San Francisco is the world’s first city built online. It moves like the connected wires that fuel the metropolis—rapidly changing, growing, and expanding.
The newly transformed San Francisco Museum of Modern Art (SFMOMA) has taken that concept and built with it. The 10-storey expansion opened May 2016 and debuted 170,000 square-feet of new gallery space, making it the largest museum in America dedicated to modern and contemporary art. Designed by the Norwegian firm Snøhetta, the building puts emphasis on connectedness and accessibility, mirroring the technological basis of the city’s newly established economy. Pedestrian walkways link the museum to the streets of downtown San Francisco, a blossoming arts district where blue chip galleries such as Gagosian’s latest outpost are popping up like wildflowers.
Inside the museum, guests are greeted with 45,000 square-feet of ground-floor gallery, free of admission, allowing anyone to marvel at and walk through Richard Serra’s Sequence, or watch Alexander Calder’s mobile dance from the ceiling. In 2009, the museum established the Campaign For Art, which grew its permanent collection by 10 per cent, adding over 3,000 works of art, 600 of which debuted at the inaugural exhibitions.
The new space is also poised to expertly present the museum’s 100-year partnership with Gap Inc. founders Doris and Donald Fisher, showcasing the couple’s extensive private collection of around 1,100 works of post-war and contemporary art. The collection features works by the likes of Cy Twombly, Sol LeWitt, Pat Steir, and Agnes Martin. Photography is essential to the museum’s collection, as well, and the new Pritzker Center for Photography boasts the largest exhibition, interpretation, and study space for photography in the United States.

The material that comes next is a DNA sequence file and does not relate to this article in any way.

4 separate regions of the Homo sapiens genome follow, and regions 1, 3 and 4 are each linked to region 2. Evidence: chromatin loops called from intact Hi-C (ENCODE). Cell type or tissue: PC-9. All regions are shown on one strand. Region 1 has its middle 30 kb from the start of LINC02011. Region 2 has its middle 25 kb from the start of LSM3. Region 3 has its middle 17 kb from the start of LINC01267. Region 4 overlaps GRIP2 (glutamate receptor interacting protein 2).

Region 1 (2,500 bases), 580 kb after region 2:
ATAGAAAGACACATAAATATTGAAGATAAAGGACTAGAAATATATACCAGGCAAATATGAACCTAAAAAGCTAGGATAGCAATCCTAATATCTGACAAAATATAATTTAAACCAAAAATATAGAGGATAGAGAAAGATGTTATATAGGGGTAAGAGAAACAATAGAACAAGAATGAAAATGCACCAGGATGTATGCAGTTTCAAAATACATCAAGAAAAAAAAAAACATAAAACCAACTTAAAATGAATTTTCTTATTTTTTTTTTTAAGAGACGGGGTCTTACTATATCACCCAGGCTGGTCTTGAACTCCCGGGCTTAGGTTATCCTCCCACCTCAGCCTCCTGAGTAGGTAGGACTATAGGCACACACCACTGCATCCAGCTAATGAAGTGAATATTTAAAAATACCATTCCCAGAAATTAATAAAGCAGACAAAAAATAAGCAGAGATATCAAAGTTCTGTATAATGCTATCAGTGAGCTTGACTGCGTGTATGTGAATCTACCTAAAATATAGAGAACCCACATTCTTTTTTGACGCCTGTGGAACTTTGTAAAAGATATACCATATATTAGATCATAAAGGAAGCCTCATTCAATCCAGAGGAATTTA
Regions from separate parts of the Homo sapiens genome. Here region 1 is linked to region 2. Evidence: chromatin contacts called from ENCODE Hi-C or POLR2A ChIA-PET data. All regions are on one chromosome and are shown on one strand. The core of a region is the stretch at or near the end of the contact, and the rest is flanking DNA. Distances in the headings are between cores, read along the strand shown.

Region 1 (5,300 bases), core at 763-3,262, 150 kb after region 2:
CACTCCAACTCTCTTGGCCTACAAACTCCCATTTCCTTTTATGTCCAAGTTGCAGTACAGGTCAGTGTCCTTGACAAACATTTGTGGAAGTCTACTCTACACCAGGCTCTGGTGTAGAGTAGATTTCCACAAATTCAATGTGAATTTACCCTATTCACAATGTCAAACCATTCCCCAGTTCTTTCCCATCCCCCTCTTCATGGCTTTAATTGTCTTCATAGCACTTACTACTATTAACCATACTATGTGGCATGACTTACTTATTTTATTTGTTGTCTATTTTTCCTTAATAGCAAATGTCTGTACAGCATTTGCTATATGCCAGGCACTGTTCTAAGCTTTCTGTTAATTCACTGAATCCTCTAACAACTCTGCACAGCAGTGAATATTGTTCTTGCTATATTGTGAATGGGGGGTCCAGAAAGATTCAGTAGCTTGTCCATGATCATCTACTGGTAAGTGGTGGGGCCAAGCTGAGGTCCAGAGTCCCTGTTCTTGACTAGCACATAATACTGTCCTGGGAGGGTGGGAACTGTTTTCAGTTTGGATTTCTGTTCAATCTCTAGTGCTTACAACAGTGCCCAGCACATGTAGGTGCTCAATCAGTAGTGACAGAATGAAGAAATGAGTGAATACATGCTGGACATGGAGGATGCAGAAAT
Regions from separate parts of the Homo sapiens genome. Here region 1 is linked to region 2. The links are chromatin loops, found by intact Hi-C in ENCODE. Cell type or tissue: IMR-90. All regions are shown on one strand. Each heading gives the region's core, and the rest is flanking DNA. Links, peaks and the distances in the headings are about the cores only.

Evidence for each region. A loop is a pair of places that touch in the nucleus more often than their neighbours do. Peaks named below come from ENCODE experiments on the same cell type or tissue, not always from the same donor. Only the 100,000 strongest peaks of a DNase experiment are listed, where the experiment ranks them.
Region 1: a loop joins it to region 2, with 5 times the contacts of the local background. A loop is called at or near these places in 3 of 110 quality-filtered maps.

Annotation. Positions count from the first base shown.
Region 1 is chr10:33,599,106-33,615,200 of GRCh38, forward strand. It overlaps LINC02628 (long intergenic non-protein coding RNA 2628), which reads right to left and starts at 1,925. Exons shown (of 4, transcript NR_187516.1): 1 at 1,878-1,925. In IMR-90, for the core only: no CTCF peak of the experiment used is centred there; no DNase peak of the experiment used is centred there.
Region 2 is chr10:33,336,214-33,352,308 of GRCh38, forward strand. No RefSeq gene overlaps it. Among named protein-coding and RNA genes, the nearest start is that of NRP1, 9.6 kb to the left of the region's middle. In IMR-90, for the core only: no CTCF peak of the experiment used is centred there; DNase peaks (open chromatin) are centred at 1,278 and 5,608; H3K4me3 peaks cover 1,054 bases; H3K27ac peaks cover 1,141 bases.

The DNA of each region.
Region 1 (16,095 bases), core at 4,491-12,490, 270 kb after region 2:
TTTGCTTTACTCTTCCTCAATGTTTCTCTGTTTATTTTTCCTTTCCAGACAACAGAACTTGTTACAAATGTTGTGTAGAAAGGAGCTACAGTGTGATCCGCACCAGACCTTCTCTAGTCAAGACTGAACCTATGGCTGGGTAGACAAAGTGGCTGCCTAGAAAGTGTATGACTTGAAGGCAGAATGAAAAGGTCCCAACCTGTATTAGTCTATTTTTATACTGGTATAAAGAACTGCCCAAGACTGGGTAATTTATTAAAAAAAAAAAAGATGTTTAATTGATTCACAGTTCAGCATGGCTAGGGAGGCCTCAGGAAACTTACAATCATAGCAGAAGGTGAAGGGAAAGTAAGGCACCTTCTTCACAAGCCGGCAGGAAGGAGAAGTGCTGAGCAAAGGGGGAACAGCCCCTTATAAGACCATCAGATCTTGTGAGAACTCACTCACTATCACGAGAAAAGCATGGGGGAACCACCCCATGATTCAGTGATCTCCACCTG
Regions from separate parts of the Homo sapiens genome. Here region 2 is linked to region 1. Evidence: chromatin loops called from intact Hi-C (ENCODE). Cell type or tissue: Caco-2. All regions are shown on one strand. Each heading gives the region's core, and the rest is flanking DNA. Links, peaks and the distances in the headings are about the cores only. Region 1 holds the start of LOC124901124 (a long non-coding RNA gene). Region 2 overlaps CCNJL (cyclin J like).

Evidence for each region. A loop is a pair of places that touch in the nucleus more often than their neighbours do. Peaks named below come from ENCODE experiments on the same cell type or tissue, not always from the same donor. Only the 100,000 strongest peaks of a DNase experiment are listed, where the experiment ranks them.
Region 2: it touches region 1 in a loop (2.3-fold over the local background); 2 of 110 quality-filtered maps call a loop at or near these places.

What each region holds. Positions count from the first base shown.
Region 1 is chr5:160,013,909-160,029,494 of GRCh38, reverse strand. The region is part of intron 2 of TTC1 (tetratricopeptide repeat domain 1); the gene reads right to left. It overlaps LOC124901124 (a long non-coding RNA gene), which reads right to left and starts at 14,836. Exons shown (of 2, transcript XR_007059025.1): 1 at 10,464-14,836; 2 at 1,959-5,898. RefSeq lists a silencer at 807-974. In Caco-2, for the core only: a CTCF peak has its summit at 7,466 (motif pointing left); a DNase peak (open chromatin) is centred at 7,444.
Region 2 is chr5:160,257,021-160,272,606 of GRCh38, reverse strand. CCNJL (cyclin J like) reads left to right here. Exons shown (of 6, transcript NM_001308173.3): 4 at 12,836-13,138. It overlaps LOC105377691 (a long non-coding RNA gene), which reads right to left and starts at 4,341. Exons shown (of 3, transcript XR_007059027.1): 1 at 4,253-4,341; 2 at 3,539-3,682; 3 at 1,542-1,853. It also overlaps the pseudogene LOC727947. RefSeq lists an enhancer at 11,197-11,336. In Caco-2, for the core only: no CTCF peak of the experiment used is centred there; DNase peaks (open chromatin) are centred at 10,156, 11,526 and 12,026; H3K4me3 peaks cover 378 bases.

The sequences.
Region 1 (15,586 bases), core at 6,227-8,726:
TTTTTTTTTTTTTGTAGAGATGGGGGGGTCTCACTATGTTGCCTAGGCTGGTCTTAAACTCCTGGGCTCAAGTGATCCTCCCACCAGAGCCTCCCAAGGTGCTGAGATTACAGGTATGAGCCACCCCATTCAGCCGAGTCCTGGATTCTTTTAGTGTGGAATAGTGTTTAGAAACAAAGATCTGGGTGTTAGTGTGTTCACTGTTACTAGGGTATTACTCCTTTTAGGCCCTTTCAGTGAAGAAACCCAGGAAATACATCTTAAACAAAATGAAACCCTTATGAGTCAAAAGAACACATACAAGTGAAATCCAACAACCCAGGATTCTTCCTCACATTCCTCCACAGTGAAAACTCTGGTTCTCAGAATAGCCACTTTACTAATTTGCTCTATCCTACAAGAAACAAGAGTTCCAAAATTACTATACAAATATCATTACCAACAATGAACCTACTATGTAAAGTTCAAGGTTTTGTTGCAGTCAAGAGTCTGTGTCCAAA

For more casual museum goers, or perhaps for those weary after visiting all 19 exhibitions, SFMOMA is host to the new In Situ by chef Corey Lee of San Francisco’s three-star Michelin restaurant Benu. In Situ was conceived by chef Lee as an extension of the exhibition space, presented on a plate rather than in a frame. The concept revolves around the restaurant, bringing in versions of dishes and collaborations with chefs from some of the finest restaurants across the globe, including Chez Panisse and Maaemo; call it conceptual dining.
Throughout the building, Snøhetta has integrated outdoor space, connecting the museum to the city. On the third floor, the Pat and Bill Wilson Sculpture Terrace is not only home to works of art, but also a living wall with 19,000 plants and 21 native species. On the eastern face of the building, 700 individual and unique panels of locally-made FRP (fiberglass reinforced polymer) and Californian silicate crystals illuminate through the overcast skies. The surface of the building morphs and shifts as it reflects the city around it.
The finer things: more from our Arts section.